- The Dream Home Trait in Starfield provides the best house in the game, with ample space for customization and storage.
- The mortgage for the Dream Home is expensive, but it can be paid off without any time limit through procedurally generated missions and freelance smuggling.
- While the Dream Home is a valuable Trait, it may not be worth it for players who want to avoid paying the interest, prefer a free house, or want the versatility and profit potential of building an Outpost instead.
Starfield‘s Dream Home is pretty, but comes at a cost. When they start a new save, Starfield players can pick a Religion, Background, and up to three Traits. These all have their pros and cons, but none are more balanced than Traits. Each Trait can give a character a major advantage, but also comes with a disadvantage. It’s up to the player to decide what their run might look like, determining which skills they can sacrifice and which they should buff. The Dream Home Trait is a unique one, however, in that it doesn’t affect any stats at all.
The Dream Home Trait gives the player character a house almost from the very start. They can access it immediately after finishing the main story quest “One Small Step” and beginning the side quest “Dream Home,” which takes them to the planet Nesoi where their property is located. It’s a nice place, but it’s also a lot more than that. Taking the Dream Home Trait means being saddled with a serious mortgage that could cause trouble down the line. There’s no way to buy it otherwise – the Trait and the debt are the only way. So is it really worth the price tag?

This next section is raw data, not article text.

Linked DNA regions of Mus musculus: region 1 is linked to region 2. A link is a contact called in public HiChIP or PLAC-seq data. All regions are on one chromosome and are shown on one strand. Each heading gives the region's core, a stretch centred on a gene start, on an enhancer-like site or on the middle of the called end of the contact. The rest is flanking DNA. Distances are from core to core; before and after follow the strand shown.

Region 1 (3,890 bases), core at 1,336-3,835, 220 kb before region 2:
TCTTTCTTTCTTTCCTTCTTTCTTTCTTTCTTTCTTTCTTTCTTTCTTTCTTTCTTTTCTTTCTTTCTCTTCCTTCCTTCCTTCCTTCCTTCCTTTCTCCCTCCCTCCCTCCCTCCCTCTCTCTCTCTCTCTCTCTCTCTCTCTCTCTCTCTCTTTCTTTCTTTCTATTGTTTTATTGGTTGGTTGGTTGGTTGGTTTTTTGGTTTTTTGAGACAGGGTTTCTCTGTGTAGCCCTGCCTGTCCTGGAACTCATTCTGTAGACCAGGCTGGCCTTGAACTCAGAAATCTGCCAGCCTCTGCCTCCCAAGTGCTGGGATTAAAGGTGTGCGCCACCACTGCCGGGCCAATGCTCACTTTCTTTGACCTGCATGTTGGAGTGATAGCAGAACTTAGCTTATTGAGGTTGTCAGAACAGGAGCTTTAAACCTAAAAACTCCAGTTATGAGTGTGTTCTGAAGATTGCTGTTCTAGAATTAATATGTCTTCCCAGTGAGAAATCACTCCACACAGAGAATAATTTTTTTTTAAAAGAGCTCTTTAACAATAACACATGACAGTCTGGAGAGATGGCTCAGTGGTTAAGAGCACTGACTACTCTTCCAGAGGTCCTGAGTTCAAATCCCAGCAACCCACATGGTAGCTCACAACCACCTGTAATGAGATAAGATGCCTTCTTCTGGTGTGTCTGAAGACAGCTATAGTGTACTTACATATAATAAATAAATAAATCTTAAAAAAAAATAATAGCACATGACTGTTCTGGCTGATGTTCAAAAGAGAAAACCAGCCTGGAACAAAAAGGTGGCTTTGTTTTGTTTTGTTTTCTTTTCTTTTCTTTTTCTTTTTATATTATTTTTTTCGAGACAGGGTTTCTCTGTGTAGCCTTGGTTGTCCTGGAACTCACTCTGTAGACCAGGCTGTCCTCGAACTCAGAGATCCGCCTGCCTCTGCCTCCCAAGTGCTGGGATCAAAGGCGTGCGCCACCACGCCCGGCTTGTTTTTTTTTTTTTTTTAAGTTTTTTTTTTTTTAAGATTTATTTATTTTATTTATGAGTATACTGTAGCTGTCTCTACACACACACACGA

Pros Of The Dream Home Trait In Starfield
Starfield‘s Dream Home is by far the best house available. By comparison, it’s huge, with two floors, two bedrooms, two bathrooms, and an outdoor deck. Most of the other homes available are little more than glorified studio apartments, so there’s really nothing else like it on the market. Those who want to do a little futuristic interior design won’t find a better location. Of course, all homes are customizable, but none of them provide as much space or flexibility as the Dream Home. Also, since it’s the only thing on Nesoi by default, the mortgage effectively buys a character not just a house, but an entire private planet.
But houses are more than just cosmetic – they also serve a practical purpose. Namely, that’s storage space. Hoarding is a problem in Starfield, and players need somewhere to store all the heavy weapons, armor, and material they swear they’ll find a use for someday. That’s where having a home comes in, and any of them will suffice as a reliable, always-available place to drop off excess loot. However, the Dream Home has the most space of them all, and having all that storage from the beginning of the game can make it much easier to prevent over-encumbrance emergencies later.
Another useful aspect of a home in Starfield is the ability to craft items and equipment there. The Dream Home starts with a Cooking Station by default, and additional crafting tables can be added with customization. Of course, a ship can also serve as a decent mobile crafting station with the right parts and increased storage capacity in Starfield, but the convenience of a home base and the ample space of the Dream Home just can’t be beat.